FIG. 10 is a fragmentary right side elevational view thereof.
FIG. 11 is a fragmentary plan view taken in the direction of arrows 11--11 of FIG. 8.
The present pipe assembly tool is generally indicated at 11, FIGS. 1 and 2 and includes a single acting power cylinder 13 having a pressure conduit 15 adapted for connection to a source of air pressure for illustration and mounting upon one end the crosshead 17. Said crosshead has a bore 19 into which one end of the cylinder 13 is projected and suitably secured as by weld 21 or any other fastening means.
A pair of opposed parallel spaced die supports 23 at their lower ends are adjustably secured to said cross head by a pair of fasteners 29 which project through elongated slots 27 in the die supports and are threaded into said crosshead. In the illustrative embodiment coil springs 31 are interposed in compression between the head of the fastener 29 and the adjacent die support 23. The first die block 33 extends through the opposed pair of elongated slots 25 formed through the one ends of the die supports spanning said supports and is suitably secured thereto.
A movable second die block 35 aligned with die block 33 extends through apertures 25 spanning said supports and is movably mounted therein under the control of the power cylinder 13. Guide rods 37 at their upper ends are threaded up into the first die block 33 and guidably extend through corresponding bores 41 in the second die block 35. The threading is shown at 39, FIG. 1.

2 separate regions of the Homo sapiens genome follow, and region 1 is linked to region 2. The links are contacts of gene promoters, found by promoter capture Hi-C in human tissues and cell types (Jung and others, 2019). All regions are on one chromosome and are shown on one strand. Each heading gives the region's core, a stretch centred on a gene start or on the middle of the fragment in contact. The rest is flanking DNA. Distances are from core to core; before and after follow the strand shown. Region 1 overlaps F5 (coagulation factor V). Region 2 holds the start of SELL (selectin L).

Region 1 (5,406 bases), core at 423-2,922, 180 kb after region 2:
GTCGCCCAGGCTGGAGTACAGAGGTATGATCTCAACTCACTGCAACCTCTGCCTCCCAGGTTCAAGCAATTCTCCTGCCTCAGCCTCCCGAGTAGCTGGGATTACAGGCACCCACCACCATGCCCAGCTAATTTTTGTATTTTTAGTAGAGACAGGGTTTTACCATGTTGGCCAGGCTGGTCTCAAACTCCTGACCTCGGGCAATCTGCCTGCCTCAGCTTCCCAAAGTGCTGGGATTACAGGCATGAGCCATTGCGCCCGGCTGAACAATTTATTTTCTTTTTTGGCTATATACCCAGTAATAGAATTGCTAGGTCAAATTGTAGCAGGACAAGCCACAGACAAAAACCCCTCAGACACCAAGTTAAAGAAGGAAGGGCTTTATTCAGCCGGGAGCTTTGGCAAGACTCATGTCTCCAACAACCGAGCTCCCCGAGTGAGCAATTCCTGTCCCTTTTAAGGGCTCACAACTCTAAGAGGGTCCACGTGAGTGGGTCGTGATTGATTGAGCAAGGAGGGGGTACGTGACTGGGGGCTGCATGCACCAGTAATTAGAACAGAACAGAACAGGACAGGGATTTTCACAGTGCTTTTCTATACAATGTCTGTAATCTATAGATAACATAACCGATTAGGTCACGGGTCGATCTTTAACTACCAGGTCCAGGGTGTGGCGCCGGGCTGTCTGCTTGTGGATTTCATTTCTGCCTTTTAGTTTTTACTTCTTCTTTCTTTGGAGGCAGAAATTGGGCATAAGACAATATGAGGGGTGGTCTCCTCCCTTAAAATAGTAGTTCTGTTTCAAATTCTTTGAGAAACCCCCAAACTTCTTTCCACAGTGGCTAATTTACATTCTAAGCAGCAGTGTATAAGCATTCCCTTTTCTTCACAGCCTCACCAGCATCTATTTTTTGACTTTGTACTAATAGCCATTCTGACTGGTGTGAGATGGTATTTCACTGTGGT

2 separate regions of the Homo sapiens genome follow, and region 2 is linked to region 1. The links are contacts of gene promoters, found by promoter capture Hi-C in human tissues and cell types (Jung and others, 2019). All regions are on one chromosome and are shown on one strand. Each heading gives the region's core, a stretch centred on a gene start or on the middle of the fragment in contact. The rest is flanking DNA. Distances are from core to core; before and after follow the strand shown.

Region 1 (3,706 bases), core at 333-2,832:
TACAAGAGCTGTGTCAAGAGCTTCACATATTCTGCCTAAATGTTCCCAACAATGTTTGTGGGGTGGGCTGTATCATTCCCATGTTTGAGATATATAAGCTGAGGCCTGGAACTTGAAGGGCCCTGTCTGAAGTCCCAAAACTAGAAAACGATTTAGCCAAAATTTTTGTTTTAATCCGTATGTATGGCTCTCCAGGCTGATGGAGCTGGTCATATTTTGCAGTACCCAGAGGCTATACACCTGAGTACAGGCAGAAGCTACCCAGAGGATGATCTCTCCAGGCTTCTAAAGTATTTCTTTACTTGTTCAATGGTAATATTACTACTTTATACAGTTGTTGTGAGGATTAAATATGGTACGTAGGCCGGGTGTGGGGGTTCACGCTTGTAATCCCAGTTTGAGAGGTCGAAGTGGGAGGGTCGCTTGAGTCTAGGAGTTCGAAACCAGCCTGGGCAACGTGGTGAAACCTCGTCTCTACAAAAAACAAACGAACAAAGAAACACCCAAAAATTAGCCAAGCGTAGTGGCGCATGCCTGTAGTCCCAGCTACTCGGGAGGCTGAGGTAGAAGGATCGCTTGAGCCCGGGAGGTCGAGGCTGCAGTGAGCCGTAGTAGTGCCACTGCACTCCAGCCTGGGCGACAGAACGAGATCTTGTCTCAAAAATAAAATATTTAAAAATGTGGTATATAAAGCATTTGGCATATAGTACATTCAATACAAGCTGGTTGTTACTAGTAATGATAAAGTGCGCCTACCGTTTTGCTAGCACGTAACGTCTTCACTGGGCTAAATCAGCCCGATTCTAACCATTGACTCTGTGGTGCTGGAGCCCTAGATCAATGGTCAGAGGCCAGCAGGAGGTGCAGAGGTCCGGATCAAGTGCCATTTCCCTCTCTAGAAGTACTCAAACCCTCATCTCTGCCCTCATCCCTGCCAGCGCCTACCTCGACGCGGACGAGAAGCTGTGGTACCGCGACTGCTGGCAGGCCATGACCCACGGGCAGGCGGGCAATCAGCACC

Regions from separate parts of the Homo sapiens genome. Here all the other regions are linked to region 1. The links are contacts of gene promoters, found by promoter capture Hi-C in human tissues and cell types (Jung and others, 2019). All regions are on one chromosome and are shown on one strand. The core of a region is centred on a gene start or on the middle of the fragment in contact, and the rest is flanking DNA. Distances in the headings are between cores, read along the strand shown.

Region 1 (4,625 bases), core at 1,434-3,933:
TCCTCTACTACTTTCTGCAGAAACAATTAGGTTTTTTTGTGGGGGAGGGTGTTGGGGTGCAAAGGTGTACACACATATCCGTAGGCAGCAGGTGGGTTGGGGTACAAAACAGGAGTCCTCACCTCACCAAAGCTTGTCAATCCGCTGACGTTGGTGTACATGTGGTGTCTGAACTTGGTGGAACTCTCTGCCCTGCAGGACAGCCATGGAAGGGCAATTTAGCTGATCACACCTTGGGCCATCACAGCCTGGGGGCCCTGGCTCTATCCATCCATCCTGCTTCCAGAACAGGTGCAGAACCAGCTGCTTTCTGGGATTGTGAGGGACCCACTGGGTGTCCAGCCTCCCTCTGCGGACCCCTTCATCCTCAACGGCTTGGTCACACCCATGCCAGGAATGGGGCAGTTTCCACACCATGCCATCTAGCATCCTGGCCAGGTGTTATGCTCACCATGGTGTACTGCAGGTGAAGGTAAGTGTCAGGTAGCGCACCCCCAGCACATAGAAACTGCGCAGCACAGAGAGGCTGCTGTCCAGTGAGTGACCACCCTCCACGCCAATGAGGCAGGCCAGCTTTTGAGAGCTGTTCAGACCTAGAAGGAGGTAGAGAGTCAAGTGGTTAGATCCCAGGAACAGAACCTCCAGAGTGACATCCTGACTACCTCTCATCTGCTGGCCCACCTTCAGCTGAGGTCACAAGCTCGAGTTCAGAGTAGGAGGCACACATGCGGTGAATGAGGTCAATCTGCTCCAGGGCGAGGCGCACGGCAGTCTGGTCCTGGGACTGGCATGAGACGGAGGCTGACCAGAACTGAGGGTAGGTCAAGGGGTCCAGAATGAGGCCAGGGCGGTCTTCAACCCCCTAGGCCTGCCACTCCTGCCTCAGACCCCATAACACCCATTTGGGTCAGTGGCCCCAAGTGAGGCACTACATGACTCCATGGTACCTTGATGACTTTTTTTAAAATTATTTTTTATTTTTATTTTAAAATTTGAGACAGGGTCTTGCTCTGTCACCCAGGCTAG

A cylinder assembly includes cylinder 13, piston 43 and connected piton rod 45, partly shown in dash lines, which projects from the cylinder and at its outer end mounts the pressure plate 47 adapted for engagement with the second die block 35. The inoperative position of the die block is shown in FIG. 3 wherein second die block 35 is retracted.
A pair of telescoped engaging pipes P1 and P2 are fragmentarily shown in FIG. 2 and shown in position in FIGS. 1 and 3 wherein at their overlap 53 between the pipes there has been initially applied clamp ring 51.
Each of the die blocks 33 and 35 have oppositely arranged semicircular channels 49 which are semicircular in cross-section and which are adapted to receive and compressively engage ring 51 when the die blocks are forcefully brought together, such as shown in FIG. 1.
Upon applying pressure fluid such as compressed air to the cylinder conduit 15, the second die block 35 with the then assembled overlapped pipes P1 and P2 and corresponding clamp ring 51 positioned thereon are moved into operative engagement with the first die block 33. Under the action of power cylinder 13 the corresponding dies 33 and 35 when brought together, there is a shrinking or swedging action of the ring 51 with respect to the assembled pipes.
The arrangement of the ring with respect to the pipes before compression is shown fragmentarily in FIG. 6 and further shown after compression and shrinking in FIG. 7.
It is seen from the compressive swedging action wherein the ring inner and outer diameters are slightly reduced, there is formed within the outer pipe P2 an annular channel 55, and concentric therewith within the inner pipe corresponding annular channel 59. Further there is formed within the outer pipe P2 inwardly of channel 55 a corresponding concentric annular bead 57 which interlockingly nests and seals within channel 59. After shrinking of ring 51 the second die block 35 is retracted. This can occur by the action of springs for disengaging the second die. Application of pressure fluid to the opposite end of the cylinder may be employed for retracting the piston rod to the inoperative position shown in FIG. 3.
In any event, after the retraction of the second die 35, the assembled and secured together pipes P1 and P2 with interlocked clamp ring 51, are removed from the die blocks ready for use. There is therefore provided by the pipe assembly tool in FIGS. 1 through 7 a means by which two pipes are secured together at their overlap at 53, such as shown in FIGS. 2, 4 and 7 and wherein there is provided a peripheral seal between the pipes throughout 360°.